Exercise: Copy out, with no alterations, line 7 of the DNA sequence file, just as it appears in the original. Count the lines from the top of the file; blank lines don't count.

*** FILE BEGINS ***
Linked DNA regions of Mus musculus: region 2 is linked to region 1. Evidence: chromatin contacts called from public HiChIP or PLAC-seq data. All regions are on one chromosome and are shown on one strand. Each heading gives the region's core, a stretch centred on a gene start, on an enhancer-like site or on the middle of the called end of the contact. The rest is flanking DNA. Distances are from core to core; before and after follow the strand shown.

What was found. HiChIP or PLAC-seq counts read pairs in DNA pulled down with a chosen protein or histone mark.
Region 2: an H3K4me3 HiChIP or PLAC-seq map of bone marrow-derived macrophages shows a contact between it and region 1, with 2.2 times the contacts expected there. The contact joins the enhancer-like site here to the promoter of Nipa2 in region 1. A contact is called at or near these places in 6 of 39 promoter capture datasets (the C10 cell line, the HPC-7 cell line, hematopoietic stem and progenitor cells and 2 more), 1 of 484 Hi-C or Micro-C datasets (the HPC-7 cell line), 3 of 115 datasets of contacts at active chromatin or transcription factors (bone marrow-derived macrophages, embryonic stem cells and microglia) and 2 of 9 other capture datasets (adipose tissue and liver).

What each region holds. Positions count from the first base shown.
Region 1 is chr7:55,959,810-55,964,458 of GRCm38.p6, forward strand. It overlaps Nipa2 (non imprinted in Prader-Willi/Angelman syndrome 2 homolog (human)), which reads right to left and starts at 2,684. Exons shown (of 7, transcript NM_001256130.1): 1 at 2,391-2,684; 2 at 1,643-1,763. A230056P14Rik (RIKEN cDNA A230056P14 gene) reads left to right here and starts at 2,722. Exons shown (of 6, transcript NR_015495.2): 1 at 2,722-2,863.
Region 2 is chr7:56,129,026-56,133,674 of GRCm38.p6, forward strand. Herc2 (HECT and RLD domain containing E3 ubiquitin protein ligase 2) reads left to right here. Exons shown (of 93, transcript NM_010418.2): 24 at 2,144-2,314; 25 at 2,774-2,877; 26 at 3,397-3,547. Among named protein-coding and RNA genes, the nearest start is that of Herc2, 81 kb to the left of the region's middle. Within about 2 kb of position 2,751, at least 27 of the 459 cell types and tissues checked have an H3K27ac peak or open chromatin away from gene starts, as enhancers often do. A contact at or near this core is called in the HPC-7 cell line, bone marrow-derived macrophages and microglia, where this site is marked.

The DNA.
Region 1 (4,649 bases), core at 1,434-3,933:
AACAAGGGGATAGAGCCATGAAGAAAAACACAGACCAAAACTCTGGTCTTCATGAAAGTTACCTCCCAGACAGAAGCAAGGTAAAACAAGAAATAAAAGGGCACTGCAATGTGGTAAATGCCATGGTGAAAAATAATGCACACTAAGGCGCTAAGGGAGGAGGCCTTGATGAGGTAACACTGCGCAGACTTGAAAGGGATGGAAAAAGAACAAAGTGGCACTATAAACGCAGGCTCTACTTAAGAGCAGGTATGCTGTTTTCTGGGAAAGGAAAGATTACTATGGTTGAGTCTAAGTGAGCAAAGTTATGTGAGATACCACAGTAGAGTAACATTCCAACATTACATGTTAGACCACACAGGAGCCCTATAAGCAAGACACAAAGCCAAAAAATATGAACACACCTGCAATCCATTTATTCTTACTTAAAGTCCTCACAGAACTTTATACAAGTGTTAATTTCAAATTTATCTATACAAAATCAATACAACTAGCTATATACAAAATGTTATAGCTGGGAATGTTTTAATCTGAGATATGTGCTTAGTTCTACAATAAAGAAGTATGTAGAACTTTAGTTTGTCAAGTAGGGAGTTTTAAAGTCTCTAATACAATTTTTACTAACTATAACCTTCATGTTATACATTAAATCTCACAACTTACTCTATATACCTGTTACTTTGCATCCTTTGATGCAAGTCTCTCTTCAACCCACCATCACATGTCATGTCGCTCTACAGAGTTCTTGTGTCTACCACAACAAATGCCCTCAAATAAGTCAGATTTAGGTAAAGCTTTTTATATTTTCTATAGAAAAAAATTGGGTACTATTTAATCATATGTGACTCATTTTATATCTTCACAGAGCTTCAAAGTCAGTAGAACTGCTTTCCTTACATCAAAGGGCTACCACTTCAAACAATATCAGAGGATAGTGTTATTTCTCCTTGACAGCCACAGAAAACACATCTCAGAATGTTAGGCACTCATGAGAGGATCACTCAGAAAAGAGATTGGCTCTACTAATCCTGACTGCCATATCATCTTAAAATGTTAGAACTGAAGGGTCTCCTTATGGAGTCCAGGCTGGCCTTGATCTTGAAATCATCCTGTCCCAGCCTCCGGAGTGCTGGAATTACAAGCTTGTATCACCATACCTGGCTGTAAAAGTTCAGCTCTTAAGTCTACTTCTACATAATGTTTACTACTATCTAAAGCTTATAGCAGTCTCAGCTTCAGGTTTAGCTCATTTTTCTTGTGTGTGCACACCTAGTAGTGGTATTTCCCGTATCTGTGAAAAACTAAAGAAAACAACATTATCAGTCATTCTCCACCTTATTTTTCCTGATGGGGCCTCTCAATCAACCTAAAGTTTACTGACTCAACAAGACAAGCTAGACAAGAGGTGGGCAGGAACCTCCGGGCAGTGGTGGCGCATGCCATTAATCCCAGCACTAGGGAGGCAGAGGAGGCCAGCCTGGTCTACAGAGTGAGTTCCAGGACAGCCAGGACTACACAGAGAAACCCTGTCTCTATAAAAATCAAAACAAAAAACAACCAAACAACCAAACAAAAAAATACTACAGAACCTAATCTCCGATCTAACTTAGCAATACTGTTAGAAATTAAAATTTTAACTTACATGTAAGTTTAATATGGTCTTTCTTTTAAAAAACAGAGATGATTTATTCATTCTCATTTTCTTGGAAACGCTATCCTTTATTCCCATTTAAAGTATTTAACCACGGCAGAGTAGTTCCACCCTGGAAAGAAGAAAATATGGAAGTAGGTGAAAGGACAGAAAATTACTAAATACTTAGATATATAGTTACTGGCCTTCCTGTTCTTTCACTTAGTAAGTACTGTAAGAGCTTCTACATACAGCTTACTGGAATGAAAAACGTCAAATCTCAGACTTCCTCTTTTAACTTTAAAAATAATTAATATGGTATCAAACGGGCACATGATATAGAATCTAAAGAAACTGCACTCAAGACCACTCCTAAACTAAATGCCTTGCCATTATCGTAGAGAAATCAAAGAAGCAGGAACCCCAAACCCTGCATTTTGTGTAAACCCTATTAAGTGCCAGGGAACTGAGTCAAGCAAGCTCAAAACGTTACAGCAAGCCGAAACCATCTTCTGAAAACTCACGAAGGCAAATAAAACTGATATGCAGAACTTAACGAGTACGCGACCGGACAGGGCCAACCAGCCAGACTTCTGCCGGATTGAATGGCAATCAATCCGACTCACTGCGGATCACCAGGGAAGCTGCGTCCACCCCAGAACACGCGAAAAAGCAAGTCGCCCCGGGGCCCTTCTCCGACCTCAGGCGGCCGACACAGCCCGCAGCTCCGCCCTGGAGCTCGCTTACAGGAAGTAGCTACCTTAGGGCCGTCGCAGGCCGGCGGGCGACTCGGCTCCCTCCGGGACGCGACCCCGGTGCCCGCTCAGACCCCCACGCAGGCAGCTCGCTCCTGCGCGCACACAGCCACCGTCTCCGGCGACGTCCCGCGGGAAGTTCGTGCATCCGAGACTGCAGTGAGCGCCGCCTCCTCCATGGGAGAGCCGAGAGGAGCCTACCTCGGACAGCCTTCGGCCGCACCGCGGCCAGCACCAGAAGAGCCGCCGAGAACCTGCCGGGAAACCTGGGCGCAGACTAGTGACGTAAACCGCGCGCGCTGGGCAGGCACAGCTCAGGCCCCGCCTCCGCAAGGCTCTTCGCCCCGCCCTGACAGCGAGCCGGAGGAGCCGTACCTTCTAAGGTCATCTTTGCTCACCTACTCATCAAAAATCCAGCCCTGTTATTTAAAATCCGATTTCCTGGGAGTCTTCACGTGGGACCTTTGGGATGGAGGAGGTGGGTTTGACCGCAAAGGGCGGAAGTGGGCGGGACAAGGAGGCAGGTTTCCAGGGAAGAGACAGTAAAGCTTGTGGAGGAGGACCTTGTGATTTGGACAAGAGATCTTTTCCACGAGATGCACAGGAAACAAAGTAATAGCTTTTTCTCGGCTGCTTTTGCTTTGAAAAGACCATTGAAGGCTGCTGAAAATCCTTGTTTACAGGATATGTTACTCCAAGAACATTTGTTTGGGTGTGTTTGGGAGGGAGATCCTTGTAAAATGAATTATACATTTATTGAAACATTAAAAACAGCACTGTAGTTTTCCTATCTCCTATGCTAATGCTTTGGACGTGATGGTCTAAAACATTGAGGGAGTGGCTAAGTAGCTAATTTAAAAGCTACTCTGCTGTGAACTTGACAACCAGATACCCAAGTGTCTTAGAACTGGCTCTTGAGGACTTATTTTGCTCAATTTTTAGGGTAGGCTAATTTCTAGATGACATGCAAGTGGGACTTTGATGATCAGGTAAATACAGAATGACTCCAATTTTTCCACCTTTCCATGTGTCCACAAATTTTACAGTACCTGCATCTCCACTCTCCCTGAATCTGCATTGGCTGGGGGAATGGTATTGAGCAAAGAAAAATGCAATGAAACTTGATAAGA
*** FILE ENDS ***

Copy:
The DNA.